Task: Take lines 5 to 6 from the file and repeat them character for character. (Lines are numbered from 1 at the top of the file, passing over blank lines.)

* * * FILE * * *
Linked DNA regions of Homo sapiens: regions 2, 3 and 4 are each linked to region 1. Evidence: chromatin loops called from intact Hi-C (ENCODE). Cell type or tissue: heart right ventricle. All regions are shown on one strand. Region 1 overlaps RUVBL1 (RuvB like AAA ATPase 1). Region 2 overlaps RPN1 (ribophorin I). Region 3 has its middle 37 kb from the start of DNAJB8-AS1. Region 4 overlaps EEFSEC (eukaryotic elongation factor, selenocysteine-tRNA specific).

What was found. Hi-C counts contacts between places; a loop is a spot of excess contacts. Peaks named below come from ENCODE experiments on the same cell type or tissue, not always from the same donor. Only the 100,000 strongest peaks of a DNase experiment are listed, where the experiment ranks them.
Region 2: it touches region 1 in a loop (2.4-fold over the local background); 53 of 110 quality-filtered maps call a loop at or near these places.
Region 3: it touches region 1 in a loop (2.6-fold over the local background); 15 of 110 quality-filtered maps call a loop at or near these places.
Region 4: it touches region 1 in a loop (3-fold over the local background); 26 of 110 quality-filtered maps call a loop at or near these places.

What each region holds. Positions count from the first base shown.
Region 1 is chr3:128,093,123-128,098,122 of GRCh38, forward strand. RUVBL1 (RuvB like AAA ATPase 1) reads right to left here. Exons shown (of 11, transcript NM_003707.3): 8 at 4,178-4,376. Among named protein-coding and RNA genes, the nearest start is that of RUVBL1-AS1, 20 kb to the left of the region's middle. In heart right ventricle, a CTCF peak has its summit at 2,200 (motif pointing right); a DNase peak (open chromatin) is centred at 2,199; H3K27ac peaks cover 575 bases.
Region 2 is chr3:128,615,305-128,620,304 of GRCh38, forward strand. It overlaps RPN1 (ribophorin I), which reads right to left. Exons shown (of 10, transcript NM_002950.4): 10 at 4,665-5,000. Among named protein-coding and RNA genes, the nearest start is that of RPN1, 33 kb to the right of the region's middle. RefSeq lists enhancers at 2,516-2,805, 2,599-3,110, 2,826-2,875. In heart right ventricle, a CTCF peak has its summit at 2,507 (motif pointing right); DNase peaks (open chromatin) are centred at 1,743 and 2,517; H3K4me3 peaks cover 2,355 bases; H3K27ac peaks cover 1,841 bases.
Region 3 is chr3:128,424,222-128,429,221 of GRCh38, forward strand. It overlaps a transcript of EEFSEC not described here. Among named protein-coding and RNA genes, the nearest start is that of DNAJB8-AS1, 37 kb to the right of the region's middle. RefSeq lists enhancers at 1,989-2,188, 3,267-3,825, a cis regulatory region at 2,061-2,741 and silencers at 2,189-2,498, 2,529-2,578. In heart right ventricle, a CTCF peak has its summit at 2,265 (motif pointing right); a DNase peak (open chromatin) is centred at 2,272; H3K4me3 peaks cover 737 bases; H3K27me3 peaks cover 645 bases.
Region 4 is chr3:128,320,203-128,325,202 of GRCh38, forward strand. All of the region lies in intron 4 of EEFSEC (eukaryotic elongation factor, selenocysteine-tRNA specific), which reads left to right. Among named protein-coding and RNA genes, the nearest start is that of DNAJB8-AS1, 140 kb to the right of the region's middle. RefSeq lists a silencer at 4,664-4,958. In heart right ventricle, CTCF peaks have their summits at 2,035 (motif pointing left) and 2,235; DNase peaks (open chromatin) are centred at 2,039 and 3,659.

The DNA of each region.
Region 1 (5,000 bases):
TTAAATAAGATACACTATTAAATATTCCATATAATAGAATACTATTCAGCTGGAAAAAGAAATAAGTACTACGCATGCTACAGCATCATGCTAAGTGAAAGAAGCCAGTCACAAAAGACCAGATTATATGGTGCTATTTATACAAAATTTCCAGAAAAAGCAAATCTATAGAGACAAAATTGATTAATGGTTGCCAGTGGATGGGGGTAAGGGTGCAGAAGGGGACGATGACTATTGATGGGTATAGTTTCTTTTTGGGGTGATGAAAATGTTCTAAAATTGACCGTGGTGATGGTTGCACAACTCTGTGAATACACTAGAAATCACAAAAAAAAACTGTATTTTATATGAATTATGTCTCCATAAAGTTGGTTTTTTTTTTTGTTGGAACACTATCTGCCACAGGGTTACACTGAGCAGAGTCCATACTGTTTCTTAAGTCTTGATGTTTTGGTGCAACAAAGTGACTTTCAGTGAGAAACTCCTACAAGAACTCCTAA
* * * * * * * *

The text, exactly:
Region 4: it touches region 1 in a loop (3-fold over the local background); 26 of 110 quality-filtered maps call a loop at or near these places.

What each region holds. Positions count from the first base shown.